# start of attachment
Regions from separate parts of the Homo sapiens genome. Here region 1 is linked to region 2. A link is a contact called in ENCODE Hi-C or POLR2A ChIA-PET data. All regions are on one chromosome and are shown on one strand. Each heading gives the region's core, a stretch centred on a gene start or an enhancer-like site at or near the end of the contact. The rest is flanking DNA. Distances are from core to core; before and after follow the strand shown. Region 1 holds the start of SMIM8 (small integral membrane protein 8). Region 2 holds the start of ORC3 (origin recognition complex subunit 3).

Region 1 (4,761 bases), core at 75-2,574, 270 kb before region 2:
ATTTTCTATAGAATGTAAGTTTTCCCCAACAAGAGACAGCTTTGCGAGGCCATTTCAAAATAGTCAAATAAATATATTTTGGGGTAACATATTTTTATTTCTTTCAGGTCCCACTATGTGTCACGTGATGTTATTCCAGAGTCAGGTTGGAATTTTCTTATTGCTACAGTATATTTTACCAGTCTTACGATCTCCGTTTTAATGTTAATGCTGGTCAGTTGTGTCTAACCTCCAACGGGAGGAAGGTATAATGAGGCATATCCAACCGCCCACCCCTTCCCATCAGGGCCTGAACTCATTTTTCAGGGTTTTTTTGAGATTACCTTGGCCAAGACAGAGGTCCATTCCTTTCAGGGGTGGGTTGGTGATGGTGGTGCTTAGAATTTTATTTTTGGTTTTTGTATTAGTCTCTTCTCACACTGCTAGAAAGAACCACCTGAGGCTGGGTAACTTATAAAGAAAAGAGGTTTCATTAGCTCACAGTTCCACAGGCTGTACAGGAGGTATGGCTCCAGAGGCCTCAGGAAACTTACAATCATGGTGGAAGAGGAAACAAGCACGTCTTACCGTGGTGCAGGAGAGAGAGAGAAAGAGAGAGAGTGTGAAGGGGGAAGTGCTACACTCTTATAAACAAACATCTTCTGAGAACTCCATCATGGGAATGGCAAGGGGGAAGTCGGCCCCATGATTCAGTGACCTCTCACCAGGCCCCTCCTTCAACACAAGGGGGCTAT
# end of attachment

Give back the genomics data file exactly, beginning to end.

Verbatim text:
Regions from separate parts of the Homo sapiens genome. Here region 1 is linked to region 2. A link is a contact called in ENCODE Hi-C or POLR2A ChIA-PET data. All regions are on one chromosome and are shown on one strand. Each heading gives the region's core, a stretch centred on a gene start or an enhancer-like site at or near the end of the contact. The rest is flanking DNA. Distances are from core to core; before and after follow the strand shown. Region 1 holds the start of SMIM8 (small integral membrane protein 8). Region 2 holds the start of ORC3 (origin recognition complex subunit 3).

Region 1 (4,761 bases), core at 75-2,574, 270 kb before region 2:
ATTTTCTATAGAATGTAAGTTTTCCCCAACAAGAGACAGCTTTGCGAGGCCATTTCAAAATAGTCAAATAAATATATTTTGGGGTAACATATTTTTATTTCTTTCAGGTCCCACTATGTGTCACGTGATGTTATTCCAGAGTCAGGTTGGAATTTTCTTATTGCTACAGTATATTTTACCAGTCTTACGATCTCCGTTTTAATGTTAATGCTGGTCAGTTGTGTCTAACCTCCAACGGGAGGAAGGTATAATGAGGCATATCCAACCGCCCACCCCTTCCCATCAGGGCCTGAACTCATTTTTCAGGGTTTTTTTGAGATTACCTTGGCCAAGACAGAGGTCCATTCCTTTCAGGGGTGGGTTGGTGATGGTGGTGCTTAGAATTTTATTTTTGGTTTTTGTATTAGTCTCTTCTCACACTGCTAGAAAGAACCACCTGAGGCTGGGTAACTTATAAAGAAAAGAGGTTTCATTAGCTCACAGTTCCACAGGCTGTACAGGAGGTATGGCTCCAGAGGCCTCAGGAAACTTACAATCATGGTGGAAGAGGAAACAAGCACGTCTTACCGTGGTGCAGGAGAGAGAGAGAAAGAGAGAGAGTGTGAAGGGGGAAGTGCTACACTCTTATAAACAAACATCTTCTGAGAACTCCATCATGGGAATGGCAAGGGGGAAGTCGGCCCCATGATTCAGTGACCTCTCACCAGGCCCCTCCTTCAACACAAGGGGGCTAT